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Gastro Oesophageal Reflux Diseases (GERD)

  • What is Gastro Oesophageal Reflux Disease (GERD)?

    Gastro oesophageal reflux disease (GERD) is a chronic digestive disease. It occurs when the acid from the stomach flows back (reflux) into the oesophagus (food pipe). This reflux irritates, and can sometimes damage, the lining of the oesophagus. It can also reach the vocal cords, or even flow back into the lungs.

  • There is no identified sole cause of GERD. It usually occurs when the muscular valve between the stomach and the oesophagus, known as the lower oesophageal sphincter, is weak or faulty. This allows the stomach acid to flow back into the oesophagus.

    There are various risk factors that contribute to the onset of GERD, and these include:

    • Certain diseases (Zollinger-Ellison syndrome, scleroderma)
    • Increased production of gastrin, a hormone that controls the release of stomach acid
    • Obesity
    • Pregnancy
    • Smoking
    • Use of certain medications
  • The most common symptom of GERD is heartburn, which is a burning sensation of the chest that spreads from the stomach to the throat. Other possible symptoms include:

    • Bitter taste in the mouth (acid regurgitation)
    • Bloated tummy
    • Burping
    • Feeling of a lump in the throat
    • Hoarseness of voice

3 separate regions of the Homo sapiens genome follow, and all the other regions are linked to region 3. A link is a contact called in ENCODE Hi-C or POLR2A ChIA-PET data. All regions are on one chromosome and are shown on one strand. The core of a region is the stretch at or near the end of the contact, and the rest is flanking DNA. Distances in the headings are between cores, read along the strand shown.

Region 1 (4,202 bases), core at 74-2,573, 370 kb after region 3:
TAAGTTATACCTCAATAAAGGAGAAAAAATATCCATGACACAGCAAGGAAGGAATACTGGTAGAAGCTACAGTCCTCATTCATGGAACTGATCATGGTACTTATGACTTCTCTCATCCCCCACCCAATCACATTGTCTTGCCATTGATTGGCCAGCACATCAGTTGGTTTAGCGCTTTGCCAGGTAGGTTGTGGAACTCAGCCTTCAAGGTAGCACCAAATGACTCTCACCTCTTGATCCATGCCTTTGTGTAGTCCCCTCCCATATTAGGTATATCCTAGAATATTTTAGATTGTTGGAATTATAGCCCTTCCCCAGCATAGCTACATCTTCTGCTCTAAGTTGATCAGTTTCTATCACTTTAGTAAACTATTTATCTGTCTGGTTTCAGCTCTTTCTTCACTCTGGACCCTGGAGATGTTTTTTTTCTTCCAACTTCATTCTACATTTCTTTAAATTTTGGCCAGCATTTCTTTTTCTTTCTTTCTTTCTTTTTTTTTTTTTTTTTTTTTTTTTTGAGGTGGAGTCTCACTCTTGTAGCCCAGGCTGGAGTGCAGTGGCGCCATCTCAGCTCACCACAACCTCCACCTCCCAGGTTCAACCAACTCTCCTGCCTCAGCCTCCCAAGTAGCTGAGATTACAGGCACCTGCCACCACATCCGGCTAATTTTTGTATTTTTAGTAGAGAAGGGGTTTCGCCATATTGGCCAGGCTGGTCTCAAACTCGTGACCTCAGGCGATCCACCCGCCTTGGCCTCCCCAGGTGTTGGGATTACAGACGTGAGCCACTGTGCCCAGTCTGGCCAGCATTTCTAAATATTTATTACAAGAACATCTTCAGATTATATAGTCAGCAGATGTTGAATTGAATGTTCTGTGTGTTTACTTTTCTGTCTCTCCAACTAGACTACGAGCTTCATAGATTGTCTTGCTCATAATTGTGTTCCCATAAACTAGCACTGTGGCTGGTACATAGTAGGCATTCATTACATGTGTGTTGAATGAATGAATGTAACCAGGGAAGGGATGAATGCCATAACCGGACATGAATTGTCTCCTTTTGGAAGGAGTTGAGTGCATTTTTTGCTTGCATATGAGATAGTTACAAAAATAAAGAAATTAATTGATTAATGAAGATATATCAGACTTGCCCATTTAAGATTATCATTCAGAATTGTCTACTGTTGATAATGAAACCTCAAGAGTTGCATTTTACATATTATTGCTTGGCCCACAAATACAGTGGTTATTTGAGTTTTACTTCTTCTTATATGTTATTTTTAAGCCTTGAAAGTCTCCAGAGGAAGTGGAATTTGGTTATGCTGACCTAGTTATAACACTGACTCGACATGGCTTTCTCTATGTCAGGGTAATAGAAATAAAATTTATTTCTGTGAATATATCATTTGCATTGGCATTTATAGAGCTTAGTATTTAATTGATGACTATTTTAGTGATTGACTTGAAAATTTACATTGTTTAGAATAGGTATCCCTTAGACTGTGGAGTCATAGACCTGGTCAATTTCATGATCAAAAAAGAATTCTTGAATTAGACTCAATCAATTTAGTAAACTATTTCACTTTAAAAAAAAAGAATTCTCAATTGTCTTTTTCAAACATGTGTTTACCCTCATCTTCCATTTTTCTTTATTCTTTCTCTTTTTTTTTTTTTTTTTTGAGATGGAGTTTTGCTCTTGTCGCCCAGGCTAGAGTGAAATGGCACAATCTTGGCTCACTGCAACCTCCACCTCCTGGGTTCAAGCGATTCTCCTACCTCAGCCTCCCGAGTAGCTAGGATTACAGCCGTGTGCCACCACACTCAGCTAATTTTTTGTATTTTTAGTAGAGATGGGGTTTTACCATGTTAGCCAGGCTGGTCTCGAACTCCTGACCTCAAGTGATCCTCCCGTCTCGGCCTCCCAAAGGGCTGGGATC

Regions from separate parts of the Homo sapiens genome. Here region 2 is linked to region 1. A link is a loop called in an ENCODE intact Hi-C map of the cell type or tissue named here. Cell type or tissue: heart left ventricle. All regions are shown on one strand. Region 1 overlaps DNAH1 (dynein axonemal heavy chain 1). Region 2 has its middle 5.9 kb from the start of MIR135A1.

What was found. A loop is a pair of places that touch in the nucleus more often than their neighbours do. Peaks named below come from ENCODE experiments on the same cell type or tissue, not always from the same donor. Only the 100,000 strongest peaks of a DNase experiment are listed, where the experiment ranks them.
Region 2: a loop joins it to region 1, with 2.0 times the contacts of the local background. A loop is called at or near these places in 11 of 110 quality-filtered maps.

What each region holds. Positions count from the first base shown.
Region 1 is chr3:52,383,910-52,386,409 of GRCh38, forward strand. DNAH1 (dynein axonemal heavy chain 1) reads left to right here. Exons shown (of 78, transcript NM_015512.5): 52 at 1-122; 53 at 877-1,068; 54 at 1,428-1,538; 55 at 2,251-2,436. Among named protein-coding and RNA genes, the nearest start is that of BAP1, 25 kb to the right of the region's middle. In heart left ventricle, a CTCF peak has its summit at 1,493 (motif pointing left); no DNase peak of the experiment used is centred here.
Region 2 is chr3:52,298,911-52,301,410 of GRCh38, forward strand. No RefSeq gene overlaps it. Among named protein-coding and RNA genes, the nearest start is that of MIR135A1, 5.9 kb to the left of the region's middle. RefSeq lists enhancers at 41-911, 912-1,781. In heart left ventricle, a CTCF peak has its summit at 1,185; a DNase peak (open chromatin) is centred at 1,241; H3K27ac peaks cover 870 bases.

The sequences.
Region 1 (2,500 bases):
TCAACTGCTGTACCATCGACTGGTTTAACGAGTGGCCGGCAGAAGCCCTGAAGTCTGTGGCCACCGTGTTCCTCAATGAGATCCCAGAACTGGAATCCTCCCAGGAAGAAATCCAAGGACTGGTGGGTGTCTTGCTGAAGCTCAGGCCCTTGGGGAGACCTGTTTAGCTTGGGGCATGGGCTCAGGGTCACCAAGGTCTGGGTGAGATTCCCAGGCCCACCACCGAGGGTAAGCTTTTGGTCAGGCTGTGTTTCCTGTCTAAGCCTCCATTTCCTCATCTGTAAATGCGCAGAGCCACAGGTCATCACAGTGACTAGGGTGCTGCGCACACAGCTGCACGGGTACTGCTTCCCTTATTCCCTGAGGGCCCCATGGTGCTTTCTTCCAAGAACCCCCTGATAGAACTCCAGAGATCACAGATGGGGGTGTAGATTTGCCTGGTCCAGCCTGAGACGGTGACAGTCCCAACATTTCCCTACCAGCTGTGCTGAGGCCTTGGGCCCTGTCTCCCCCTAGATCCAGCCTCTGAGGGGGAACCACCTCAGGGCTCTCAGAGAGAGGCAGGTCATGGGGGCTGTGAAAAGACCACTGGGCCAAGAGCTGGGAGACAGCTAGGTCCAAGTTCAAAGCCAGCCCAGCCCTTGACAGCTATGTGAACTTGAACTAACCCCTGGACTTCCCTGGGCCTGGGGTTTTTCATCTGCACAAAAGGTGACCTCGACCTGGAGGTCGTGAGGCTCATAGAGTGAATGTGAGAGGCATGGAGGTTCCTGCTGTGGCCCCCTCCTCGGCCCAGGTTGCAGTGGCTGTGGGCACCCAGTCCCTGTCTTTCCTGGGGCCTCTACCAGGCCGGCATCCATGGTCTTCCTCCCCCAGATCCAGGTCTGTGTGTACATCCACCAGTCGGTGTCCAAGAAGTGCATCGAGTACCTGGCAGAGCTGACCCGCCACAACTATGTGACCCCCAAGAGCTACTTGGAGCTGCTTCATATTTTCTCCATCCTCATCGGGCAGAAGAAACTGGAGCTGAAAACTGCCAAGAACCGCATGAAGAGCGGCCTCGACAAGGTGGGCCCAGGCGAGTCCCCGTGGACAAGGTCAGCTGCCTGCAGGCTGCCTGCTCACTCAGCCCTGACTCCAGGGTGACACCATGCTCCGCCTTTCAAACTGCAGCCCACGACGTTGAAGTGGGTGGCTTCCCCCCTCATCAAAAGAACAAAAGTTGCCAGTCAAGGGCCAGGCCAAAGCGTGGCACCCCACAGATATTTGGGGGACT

• Pain and difficulty swallowing
    • Pain or discomfort in the chest
    • Persistent cough
    • Persistent sore throat
  • There are different treatment options available for GERD, which depend on the severity of the condition. Your doctor will evaluate your condition and suggest the appropriate treatment for you, this may include:

    • Lifestyle changes for the treatment of mild GERD symptoms, and these include:
      1. Avoiding eating late
      2. Avoiding food that causes your acid reflux
      3. Eating smaller meals
      4. Maintaining a healthy weight
      5. Quitting smoking
      6. Raising your bed head
      7. Wearing comfortable clothing to avoid pressure on the stomach
    • Prescription medications for moderate to severe symptoms that do not respond to lifestyle changes
    • Barrett’s oesophagus, which is characterised by long-lasting GERD and increases the risk of oesophageal cancer
    • Swelling of the vocal cords
    • Lung damage including pulmonary fibrosis and bronchiectasis
    • Stricture (blockage) of the oesophagus caused by scar tissues that develop due to repeated ulcerations
    • Ulcers in the oesophagus caused by burning from stomach acid
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